Carly Fiorina Says Obamacare 'Isn't Helping Anyone,' But The Numbers Tell A Different Story

The share of Americans who are uninsured has dropped to 9 percent.

Former Hewlett-Packard CEO Carly Fiorina doesn't appear to be keeping up with the news. During the Republican presidential debate Tuesday, Fiorina emphasized her opposition to the Affordable Care Act by declaring it hasn't provided assistance to anyone.

"Obamacare isn't helping anyone," Fiorina said. "Obamacare has to be repealed because it's failing the very people it is intending to help."

The numbers tell a different story. According to survey results published by the Centers for Disease Control and Prevention this month, the number of Americans without health insurance dropped by 16.3 million to 28.5 million, or 9 percent of the population, since the end of 2013, before health benefits from the law took effect last year. These findings are consistent with other surveys, including those from the U.S. Census Bureau and Gallup. A previous CDC survey also found the share of Americans saying they couldn't afford medical care to be the lowest since 1999.

Fiorina dismissed the health coverage expansion under Obamacare because the majority of newly covered people have benefits under Medicaid rather than private health insurance, which she suggested is not worthwhile because physicians don't accept Medicaid patients. And while physicians are more likely to see patients with private insurance or Medicare, 75 percent of Medicaid beneficiaries told Gallup they were satisfied with their coverage, a higher rating than given by people with health plans provided by employers or unions.

"We need to try the free market -- the free market where people actually have to compete," Fiorina said. In place of the Affordable Care Act's Medicaid expansion and health insurance marketplaces where carriers compete for customers who may be eligible for subsidies -- with its strict prohibition against insurers turning away customers with pre-existing conditions -- Fiorina touted state-run programs to provide coverage to people who couldn't get approved for private insurance because of their medical histories.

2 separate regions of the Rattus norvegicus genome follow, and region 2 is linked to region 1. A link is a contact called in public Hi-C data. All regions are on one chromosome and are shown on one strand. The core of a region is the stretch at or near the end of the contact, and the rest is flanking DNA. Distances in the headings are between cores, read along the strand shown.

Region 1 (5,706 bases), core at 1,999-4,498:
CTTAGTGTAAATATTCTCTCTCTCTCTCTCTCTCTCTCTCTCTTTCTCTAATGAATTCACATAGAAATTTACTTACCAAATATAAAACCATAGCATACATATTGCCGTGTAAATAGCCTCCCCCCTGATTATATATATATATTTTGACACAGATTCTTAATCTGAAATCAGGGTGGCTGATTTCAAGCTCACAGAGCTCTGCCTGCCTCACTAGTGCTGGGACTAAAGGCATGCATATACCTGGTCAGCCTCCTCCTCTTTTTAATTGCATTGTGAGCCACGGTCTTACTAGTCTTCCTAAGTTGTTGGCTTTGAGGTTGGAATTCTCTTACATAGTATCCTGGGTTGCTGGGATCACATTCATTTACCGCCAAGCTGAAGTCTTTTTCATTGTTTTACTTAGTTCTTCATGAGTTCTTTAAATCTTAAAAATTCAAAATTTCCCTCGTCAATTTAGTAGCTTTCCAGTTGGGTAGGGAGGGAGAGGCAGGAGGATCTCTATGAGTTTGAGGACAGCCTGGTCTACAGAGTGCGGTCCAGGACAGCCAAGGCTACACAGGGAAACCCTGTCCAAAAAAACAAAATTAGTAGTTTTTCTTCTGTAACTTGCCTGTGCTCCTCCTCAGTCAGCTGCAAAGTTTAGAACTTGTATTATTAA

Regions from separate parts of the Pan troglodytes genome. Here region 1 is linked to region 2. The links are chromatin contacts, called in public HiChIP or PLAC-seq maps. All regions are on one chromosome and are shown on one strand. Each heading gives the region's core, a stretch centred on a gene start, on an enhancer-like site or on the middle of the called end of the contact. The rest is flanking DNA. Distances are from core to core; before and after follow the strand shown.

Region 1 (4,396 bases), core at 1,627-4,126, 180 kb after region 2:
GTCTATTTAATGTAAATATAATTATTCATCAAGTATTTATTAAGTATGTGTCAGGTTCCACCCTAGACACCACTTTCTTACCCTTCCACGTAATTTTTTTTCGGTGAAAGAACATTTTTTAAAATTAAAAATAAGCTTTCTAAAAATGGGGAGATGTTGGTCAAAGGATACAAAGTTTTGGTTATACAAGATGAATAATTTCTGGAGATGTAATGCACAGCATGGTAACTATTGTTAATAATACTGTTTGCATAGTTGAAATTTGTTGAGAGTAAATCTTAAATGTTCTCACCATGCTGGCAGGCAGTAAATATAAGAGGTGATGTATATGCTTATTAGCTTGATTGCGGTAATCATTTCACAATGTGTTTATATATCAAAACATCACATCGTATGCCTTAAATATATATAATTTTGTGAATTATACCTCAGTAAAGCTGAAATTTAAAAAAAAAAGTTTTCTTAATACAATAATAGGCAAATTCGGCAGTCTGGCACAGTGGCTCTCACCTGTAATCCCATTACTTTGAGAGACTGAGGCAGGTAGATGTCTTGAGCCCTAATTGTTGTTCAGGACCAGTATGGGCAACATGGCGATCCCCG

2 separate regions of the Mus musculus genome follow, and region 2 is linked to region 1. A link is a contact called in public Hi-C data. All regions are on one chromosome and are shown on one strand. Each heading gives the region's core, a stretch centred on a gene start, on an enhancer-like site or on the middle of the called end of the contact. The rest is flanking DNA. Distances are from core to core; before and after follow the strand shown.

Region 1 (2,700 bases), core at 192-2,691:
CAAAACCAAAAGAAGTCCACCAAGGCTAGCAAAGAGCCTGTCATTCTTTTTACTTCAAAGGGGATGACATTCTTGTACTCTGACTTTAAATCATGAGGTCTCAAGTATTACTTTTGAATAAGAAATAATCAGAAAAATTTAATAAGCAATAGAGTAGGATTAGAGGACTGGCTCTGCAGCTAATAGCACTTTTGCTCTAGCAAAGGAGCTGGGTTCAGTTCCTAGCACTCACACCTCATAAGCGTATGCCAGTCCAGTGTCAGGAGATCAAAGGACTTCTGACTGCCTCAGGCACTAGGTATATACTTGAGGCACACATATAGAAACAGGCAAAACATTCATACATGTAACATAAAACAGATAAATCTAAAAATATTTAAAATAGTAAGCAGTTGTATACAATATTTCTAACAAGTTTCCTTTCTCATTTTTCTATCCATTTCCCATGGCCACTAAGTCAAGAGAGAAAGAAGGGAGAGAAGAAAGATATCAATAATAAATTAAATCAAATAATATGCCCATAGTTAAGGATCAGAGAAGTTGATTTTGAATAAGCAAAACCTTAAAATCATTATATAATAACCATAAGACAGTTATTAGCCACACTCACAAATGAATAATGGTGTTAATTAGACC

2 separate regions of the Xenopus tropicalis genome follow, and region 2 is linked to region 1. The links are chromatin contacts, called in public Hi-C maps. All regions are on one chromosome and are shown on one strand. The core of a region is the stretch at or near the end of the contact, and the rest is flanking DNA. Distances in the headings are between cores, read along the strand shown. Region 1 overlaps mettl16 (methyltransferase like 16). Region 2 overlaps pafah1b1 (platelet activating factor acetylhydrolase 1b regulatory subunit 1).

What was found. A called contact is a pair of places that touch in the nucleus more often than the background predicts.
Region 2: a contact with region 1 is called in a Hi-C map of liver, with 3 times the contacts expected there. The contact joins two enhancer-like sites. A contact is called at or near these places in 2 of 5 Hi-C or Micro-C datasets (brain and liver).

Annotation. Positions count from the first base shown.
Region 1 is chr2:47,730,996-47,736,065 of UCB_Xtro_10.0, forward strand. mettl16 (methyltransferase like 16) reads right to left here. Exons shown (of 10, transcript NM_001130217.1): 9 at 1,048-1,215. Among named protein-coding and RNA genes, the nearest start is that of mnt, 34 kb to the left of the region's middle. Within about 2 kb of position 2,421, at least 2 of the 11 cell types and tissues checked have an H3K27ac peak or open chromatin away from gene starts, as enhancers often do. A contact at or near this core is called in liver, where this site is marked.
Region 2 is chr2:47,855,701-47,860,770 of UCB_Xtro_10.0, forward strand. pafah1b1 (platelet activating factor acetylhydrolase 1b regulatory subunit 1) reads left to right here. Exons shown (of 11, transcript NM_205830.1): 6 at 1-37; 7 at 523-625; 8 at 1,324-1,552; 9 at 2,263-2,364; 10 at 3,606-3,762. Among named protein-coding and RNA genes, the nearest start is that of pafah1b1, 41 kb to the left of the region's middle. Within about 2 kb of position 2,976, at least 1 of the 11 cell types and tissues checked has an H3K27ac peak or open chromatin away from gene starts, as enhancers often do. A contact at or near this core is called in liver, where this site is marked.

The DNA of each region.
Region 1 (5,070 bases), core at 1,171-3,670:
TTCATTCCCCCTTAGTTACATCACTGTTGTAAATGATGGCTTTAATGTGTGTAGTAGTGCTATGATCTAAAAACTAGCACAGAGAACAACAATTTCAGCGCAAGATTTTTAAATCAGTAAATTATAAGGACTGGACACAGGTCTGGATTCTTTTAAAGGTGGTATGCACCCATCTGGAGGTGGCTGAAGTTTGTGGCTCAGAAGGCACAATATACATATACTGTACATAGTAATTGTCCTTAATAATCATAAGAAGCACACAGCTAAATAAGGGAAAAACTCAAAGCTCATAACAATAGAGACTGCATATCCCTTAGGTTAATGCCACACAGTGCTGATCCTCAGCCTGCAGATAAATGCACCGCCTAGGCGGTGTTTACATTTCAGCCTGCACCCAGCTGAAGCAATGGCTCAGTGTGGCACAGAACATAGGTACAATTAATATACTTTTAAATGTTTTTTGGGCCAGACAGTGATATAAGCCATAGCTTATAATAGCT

"The alternative is to allow states to manage high-risk pools for those who really need help. Look, I'm a cancer survivor, OK? I understand you cannot have someone who's just battled cancer just become known as a pre-existing condition. I understand that you cannot allow families to go bankrupt if they truly need help," Fiorina said.

Such programs have existed for years, and have failed to provide a stable, affordable source of coverage for people with pre-existing conditions, largely because they are underfunded. Providing health coverage for the most costly patients is expensive, and states have never devoted the resources necessary to make these high-risk pools work, leading to high premiums, long waiting lists and other shortcomings.

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CORRECTION: Due to an editing error, a headline on this piece originally indicated that the number of uninsured Americans has decreased by 9 percent. In fact, 9 percent of the population is uninsured.  

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